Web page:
Varieties of Tomato


Finding the Best Tomato Variety Is Hard
There are literally hundreds of varieties of tomato available either as seedlings at the garden center or as seeds from either the garden center or from a mail order or Internet company. Choosing the best variety for you can be an intimidating and certainly a challenging task.

List of Best Seed Catalogs For Tomatoes

Tomato Bob’s Heirloom Tomatoes

Totally Tomatoes

Reimer Seeds

Penny’s Tomatoes

Heirloom Tomatoes

Tomato Fest

Seed Savers

Choosing This Year’s Tomatoes

Now is a good time to choose and make a list of  the kinds of tomatoes you will be growing in your garden this summer. There are literally hundreds of varieties available, but unfortunatley not every one will do well in your garden.

So the name of the game is to find those varieties that work well in your neighborhood.  The best source are those tomato gardeners living in your county.  If a variety works for them, it will likely be good for you.

Good Source of Info On Tomato Varieties

For excellent info on the best Tomato varieties by state and county go to the vegetable variety data collection project at Cornell University – [link] We urge you to join this valuable site and contribute your own ratings of varieties.

Finding the Best Tomato Variety

There are literally hundreds of varieties of tomatoes available either as seedlings at the garden center or as seeds from either the garden center or from a mail order or Internet company. Choosing the best variety for you may seem daunting  Here are the main variables used by some tomato gardeners in making their choices

There are two kinds of tomato plants – determinant and indeterminant.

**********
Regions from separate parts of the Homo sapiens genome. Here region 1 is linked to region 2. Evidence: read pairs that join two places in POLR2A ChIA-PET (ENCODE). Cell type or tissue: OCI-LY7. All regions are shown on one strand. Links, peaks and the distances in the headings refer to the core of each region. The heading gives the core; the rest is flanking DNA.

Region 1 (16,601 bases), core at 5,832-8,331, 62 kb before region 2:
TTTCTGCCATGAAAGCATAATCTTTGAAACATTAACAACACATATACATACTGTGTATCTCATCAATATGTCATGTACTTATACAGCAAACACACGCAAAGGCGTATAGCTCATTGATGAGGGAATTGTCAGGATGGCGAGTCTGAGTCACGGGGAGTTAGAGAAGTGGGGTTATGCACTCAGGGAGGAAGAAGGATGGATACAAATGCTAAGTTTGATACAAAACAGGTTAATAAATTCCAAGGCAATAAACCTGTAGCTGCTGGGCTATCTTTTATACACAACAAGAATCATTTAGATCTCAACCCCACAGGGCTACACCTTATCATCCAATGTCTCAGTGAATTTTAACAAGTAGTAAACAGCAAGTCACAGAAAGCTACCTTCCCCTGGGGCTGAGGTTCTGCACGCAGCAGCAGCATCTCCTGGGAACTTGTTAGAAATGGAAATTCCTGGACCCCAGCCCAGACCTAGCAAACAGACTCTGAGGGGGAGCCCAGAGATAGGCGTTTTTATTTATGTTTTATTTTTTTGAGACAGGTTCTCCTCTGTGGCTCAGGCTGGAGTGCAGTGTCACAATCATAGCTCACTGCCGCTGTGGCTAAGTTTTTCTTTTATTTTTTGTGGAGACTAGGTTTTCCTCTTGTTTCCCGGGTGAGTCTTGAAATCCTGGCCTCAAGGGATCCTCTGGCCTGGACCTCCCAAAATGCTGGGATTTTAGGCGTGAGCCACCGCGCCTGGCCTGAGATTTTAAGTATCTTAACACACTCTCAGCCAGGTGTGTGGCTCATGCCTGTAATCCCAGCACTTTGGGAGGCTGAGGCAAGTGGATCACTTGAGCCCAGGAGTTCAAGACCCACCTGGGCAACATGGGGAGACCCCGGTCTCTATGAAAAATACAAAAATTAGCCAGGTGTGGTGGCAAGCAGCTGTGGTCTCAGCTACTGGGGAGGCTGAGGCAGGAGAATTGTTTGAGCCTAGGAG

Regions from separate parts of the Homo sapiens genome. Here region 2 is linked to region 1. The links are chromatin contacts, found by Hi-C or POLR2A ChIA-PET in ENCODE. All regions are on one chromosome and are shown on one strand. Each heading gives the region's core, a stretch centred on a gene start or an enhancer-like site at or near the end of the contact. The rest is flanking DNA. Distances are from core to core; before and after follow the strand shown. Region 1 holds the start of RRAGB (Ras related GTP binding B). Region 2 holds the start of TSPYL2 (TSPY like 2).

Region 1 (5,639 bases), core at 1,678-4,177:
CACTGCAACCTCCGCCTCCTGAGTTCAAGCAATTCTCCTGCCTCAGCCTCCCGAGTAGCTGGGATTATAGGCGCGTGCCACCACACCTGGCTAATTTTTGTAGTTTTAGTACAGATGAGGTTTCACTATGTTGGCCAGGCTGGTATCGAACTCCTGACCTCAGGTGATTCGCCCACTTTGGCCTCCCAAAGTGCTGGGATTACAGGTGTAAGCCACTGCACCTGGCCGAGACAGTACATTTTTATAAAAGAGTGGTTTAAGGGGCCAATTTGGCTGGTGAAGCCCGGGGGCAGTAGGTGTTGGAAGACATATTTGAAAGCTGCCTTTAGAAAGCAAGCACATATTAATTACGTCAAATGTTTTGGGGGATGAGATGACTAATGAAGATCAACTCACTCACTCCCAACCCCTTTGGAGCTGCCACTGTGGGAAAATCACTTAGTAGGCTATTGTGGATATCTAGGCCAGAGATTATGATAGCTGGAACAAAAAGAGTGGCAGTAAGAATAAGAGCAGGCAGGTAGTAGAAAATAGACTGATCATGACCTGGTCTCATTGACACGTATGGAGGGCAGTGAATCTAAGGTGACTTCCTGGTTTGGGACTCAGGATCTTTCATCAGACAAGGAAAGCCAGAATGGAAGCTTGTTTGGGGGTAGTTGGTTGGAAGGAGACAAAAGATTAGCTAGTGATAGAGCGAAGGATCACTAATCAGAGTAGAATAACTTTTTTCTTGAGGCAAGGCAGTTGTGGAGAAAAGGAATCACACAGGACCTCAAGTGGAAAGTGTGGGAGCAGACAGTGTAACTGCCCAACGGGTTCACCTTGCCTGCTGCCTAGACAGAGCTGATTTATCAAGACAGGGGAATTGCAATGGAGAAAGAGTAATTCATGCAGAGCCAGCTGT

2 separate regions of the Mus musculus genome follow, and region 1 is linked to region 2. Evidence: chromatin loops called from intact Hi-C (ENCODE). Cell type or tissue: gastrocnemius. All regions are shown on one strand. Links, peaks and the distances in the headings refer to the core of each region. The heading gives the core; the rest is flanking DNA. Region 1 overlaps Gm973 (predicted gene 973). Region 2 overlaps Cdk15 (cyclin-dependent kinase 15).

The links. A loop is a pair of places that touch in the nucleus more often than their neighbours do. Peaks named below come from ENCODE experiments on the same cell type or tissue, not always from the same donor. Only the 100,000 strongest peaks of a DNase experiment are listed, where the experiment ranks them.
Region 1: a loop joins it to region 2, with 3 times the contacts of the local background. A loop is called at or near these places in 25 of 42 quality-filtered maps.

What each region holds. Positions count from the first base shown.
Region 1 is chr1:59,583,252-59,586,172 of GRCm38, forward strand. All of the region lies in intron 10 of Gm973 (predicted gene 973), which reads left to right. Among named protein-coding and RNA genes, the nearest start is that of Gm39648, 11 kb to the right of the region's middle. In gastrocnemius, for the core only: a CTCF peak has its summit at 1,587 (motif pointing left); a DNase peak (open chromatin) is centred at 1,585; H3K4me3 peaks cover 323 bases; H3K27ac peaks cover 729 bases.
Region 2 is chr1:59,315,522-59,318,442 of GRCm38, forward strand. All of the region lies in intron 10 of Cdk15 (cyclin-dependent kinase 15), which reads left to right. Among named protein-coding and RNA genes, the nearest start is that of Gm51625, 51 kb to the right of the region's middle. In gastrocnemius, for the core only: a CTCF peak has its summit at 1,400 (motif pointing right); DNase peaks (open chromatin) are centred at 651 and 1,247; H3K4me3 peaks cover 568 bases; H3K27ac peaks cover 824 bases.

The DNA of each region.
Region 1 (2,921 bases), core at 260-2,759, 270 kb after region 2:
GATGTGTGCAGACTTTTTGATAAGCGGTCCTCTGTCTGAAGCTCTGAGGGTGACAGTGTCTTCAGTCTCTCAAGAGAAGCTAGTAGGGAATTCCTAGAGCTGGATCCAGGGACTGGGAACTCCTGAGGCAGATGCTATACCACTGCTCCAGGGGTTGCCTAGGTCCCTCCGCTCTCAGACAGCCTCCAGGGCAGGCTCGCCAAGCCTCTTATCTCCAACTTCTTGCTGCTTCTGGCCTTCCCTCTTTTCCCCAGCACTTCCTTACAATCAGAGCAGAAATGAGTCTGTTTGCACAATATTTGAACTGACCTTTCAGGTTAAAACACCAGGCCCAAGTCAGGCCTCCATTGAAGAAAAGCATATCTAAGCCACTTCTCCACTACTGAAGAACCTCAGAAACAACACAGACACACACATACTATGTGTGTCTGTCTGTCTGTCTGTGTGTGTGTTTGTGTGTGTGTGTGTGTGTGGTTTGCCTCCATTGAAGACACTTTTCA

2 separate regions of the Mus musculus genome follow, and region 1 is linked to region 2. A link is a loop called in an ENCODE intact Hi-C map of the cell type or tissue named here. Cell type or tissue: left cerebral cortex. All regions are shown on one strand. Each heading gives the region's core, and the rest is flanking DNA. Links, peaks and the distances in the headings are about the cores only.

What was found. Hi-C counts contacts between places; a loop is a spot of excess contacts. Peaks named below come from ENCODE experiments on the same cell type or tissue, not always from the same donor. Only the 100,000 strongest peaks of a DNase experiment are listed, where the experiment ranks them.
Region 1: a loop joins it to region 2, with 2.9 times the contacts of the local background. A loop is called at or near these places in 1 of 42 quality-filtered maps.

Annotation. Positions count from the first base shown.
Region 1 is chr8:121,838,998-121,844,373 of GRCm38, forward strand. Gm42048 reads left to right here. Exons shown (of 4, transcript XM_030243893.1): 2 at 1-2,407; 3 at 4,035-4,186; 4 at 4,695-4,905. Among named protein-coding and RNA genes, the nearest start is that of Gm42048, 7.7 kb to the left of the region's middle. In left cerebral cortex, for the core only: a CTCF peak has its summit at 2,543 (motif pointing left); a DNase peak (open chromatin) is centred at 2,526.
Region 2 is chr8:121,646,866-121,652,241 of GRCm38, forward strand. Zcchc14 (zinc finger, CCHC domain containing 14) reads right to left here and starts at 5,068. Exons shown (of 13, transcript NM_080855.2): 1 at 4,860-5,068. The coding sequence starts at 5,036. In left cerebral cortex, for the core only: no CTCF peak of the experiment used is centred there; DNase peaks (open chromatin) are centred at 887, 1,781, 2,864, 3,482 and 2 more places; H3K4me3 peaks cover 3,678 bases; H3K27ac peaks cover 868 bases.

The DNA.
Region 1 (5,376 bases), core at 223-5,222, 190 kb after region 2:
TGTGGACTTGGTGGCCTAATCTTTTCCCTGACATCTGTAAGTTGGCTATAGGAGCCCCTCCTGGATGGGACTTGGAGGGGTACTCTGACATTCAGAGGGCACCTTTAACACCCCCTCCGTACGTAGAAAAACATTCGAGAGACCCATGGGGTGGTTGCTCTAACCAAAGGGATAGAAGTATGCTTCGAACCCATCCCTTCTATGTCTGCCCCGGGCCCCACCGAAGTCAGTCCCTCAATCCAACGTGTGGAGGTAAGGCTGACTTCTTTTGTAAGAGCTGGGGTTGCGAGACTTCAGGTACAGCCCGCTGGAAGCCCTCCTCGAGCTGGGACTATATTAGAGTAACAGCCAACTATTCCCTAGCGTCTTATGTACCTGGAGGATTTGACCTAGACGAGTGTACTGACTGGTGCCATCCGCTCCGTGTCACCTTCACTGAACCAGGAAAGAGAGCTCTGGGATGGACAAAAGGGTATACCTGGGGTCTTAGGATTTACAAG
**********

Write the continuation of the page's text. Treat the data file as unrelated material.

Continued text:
The shorter determinant plants grow only to about 3 or 4 feet and produce their crop and ripen within a few weeks.  A tomato cage serves as support.

The much taller indeterminent tomato will grow to over 7 feet  andwill need a proper trellis as they continue to produce tomatoes through frost. Search  “Vertical Growing” on our website (  for info about rigging vertical supports for tomatoes.

Early Harvest vs Mid-season and Late Season Varieties

Abraham Lincoln

Burpee's 4th of July

Some varieties of tomato  ripen earlier in the season, around early July while others take longer to ripen.  Size is often the distinguishing factor. Early varieties, are  usually more tolerant of cold temperatures.

Here in my zone 5 Michigan garden, Early Girl and Burpee  4th of July  are staples I plant every year.  I have found them to be dependable producers, regardless of the weather conditions.

Slicing tomato (conventional size) vs. Beefsteak (big) Tomato,

Beef Master is a big tomato

Better Boy

Here you are deciding if you want a normal size tomato or one or more of the really big tomatoes often called “beefsteak”.  If you love tomatoes in sandwiches a beefsteak tomato gives you the perfect slice for a sandwich.

Sauce Tomato

Roma tomatoes make great sauce

For the cooks in the crowd, a sauce tomato is bred to be used in making tomato sauces, however, many folks love to eat the fresh in salads and salsas. Rutgers, an indeterminate, bred for use as a canning tomato is also prized by many as a slicer. Amish paste and Romas are preferred for paste and sauces.

Cherry Tomato (small)

SunGold cherry tomato

Cherry tomatoes are usually the size of a big grape.  They come in colors including red, orange, pink, mahogany and green.  Some folks eat them like candy any time during the day.  Cherry tomatoes are good for  salads because they are already bite-sized.  My all time favorite is the Sun Gold pictured on the left.  It is sweet but tangy and the bush produces hundreds of orange fruits.

Heirloom vs. Hybrid


Heritage tomato called 'Evergreen'